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I find it increasingly difficult to make progress when I practice with ukes who do not attack honestly. You know the old joke about how an aikidoka attacks? He says "grab my arm!" There's some truth in that joke.
I am not talking here about beginners. For them a strong attack will be confusing and will only make them freeze up. But higher kyus and yudansha should practice techniques against commited attacks. It's hard to explain what sort of an attack is "commited": it's not a crazy person jumping on top of you, and it's not an idiot that blindly walks into a technique even if the technique is badly executed. A commited attack has several components.
The attacker must honestly have the wish to execute the attack. Often I get ukes who stop their attack as soon as anything unexpected happens. You can try it on your uke: if the attack is a hand grab and at the last moment you unexpectedly withdraw your hand a little, what does your uke do? Do they chase the hand, and if so, do they chase it in an intelligent way? Or do they change the attack to a strike? Or do they just stand there thinking "oh, was it four times already"? I don't think anyone in the street will trade places with you after they kicked you four times.
Another way to test uke's intent is for nage to unexpectedly do nothing. Ukes intent is revealed. If he stops, he did not really want to attack. If he partially executes the technique on himself (not an uncommon situation) he was anticipating you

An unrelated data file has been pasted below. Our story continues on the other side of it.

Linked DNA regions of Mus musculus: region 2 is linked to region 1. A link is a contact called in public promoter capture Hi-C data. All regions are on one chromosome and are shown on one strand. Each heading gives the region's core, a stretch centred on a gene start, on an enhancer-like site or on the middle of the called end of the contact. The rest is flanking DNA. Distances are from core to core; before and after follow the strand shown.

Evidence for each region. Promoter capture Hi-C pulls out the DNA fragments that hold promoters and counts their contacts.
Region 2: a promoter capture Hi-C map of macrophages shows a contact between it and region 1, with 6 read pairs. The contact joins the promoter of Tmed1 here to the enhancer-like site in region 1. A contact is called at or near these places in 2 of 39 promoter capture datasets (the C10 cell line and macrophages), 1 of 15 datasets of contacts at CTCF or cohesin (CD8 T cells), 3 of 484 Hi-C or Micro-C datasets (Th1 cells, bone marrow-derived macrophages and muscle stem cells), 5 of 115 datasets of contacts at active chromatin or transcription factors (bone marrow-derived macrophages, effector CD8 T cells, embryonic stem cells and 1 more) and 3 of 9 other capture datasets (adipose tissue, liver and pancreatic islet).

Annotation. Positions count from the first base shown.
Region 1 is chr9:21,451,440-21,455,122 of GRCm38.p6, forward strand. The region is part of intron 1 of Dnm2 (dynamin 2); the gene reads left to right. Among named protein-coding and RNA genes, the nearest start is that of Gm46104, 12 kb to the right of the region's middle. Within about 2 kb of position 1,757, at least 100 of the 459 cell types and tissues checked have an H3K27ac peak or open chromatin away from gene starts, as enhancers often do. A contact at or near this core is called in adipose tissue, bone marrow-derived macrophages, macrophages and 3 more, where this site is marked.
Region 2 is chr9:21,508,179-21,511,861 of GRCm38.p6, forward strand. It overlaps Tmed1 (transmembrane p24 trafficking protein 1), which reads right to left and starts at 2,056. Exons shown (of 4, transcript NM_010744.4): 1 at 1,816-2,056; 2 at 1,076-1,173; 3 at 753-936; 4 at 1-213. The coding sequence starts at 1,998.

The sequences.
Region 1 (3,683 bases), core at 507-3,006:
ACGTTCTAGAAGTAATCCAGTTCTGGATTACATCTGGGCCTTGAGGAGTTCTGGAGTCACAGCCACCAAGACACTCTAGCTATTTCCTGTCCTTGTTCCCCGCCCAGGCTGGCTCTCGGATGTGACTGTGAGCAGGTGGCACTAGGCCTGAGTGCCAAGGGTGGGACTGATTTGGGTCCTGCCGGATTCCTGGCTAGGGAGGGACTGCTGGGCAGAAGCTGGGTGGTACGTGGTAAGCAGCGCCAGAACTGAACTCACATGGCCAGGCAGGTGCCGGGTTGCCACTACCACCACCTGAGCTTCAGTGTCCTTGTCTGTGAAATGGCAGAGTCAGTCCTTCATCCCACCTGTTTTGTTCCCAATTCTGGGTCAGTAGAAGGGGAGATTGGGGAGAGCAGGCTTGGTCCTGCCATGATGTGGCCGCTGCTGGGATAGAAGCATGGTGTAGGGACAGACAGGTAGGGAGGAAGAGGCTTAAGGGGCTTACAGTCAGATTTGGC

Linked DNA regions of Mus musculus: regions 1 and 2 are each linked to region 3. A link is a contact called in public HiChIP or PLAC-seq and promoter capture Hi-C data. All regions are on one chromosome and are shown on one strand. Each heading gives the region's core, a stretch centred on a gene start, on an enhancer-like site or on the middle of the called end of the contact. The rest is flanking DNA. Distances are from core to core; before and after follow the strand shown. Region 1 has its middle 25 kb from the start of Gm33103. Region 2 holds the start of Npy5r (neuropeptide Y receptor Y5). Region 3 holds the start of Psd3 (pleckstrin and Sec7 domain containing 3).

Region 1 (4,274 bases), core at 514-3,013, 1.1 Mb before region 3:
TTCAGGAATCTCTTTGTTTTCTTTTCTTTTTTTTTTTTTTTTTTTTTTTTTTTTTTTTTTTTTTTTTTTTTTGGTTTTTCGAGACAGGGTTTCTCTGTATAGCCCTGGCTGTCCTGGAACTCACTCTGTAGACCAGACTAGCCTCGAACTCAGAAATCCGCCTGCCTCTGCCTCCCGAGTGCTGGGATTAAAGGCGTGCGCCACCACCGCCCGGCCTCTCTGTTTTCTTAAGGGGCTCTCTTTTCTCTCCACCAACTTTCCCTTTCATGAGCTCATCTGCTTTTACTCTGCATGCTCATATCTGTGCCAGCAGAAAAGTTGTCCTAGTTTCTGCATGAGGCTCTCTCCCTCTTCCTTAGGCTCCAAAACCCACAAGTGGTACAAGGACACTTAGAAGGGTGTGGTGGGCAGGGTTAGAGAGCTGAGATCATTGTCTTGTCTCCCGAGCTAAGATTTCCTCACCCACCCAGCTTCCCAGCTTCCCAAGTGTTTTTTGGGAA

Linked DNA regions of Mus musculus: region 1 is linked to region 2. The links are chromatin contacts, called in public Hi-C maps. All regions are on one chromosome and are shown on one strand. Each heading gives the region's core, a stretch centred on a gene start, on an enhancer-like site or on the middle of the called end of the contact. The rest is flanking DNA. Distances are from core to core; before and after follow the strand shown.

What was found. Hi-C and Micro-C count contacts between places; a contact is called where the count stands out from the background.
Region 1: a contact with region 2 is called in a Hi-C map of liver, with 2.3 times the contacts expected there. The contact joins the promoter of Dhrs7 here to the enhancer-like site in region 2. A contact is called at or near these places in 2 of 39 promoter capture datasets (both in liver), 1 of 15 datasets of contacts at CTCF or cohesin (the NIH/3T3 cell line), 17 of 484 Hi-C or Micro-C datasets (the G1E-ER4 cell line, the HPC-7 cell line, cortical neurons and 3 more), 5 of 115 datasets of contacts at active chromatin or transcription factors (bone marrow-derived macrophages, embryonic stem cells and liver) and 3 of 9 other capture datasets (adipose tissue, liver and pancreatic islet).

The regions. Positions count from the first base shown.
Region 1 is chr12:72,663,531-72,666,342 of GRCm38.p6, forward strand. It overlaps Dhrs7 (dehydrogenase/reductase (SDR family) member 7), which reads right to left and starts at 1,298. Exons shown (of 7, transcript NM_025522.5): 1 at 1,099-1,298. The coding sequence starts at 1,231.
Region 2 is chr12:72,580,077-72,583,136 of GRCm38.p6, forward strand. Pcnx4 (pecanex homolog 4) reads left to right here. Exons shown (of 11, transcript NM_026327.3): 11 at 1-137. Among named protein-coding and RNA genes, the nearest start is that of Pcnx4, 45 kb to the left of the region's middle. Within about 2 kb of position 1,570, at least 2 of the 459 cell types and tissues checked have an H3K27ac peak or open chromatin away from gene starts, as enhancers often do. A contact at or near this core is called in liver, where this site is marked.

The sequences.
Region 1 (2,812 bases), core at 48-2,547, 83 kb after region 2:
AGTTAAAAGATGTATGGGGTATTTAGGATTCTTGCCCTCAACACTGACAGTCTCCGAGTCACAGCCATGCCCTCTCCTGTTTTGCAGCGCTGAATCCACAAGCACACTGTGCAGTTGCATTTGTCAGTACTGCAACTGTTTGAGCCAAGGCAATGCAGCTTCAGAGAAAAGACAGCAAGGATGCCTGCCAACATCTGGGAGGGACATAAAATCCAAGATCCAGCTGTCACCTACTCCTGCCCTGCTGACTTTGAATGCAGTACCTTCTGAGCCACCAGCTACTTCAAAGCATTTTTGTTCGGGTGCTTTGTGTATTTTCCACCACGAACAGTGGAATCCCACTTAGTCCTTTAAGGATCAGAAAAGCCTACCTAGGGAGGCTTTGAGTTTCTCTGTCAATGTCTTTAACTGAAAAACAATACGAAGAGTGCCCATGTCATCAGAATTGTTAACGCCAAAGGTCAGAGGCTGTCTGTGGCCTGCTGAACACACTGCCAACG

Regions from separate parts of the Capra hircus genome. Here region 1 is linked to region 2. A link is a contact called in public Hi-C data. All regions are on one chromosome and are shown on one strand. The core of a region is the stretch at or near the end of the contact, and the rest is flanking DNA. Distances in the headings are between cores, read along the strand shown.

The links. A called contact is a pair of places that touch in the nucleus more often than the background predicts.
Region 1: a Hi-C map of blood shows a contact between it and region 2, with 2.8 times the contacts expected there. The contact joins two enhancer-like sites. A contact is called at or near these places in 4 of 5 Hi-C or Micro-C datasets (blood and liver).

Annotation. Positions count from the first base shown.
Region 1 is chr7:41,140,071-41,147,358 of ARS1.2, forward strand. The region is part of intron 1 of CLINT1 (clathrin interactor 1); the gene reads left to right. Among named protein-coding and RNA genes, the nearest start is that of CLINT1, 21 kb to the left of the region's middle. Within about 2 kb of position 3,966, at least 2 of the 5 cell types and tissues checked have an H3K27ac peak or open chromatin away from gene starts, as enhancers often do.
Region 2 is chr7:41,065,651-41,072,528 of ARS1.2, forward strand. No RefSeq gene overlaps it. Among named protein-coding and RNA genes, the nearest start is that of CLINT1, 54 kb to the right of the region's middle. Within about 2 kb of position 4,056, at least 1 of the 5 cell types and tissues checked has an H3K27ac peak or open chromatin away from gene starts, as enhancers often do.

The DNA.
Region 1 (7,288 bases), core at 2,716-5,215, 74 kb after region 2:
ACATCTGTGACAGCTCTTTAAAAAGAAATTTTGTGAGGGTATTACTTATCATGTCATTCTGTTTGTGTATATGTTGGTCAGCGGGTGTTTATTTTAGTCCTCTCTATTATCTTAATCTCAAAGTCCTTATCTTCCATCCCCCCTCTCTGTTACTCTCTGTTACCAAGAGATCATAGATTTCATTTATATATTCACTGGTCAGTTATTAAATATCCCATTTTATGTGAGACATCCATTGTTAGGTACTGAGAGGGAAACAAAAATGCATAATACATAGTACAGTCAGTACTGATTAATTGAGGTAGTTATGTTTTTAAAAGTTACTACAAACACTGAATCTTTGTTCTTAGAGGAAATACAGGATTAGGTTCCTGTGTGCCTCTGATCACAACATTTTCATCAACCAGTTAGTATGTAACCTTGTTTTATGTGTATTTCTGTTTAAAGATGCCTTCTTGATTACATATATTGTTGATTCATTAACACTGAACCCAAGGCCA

This is my first blog post on the forum, so perhaps I should write a couple of sentences about myself. I have parcticed aikido for 14 years, I am a nidan, and I regularly teach in our dojo. So I am just another beginner
It's enlighthning to read the blogs written by beginners because they show me how they think. This post is really a reaction to a number of posts by people who have practiced for less than a year and who like to talk in terms of "sensei's favorite ukes" and "sensei's correcting students".
While it is impossible not to prefer some students over others, one should not judge sensei's preferences based on who he talks to or calls up during class. When I leave a student alone that is almost always because he is doing fine (which is not the same as doing perfectly), not because I dislike him. The worst thing I can do is to interrupt someone who is learning well by himself. And I call up ukes according to their abilities and characteristics. If I want to show that sankyo is effective, I'll call up a strong guy who cannot take pain. If I want to show to a short person how to do a technique, I'll call up the tallest person available, and vice versa. And for spectacular throwing around I'll call up someone who will take it easily and will immediately get up for more, with the characteristic expression on their face that says "That was fun but where am I?"
I used to think I corrected students when I showed them various points of technique. But nowadays I ex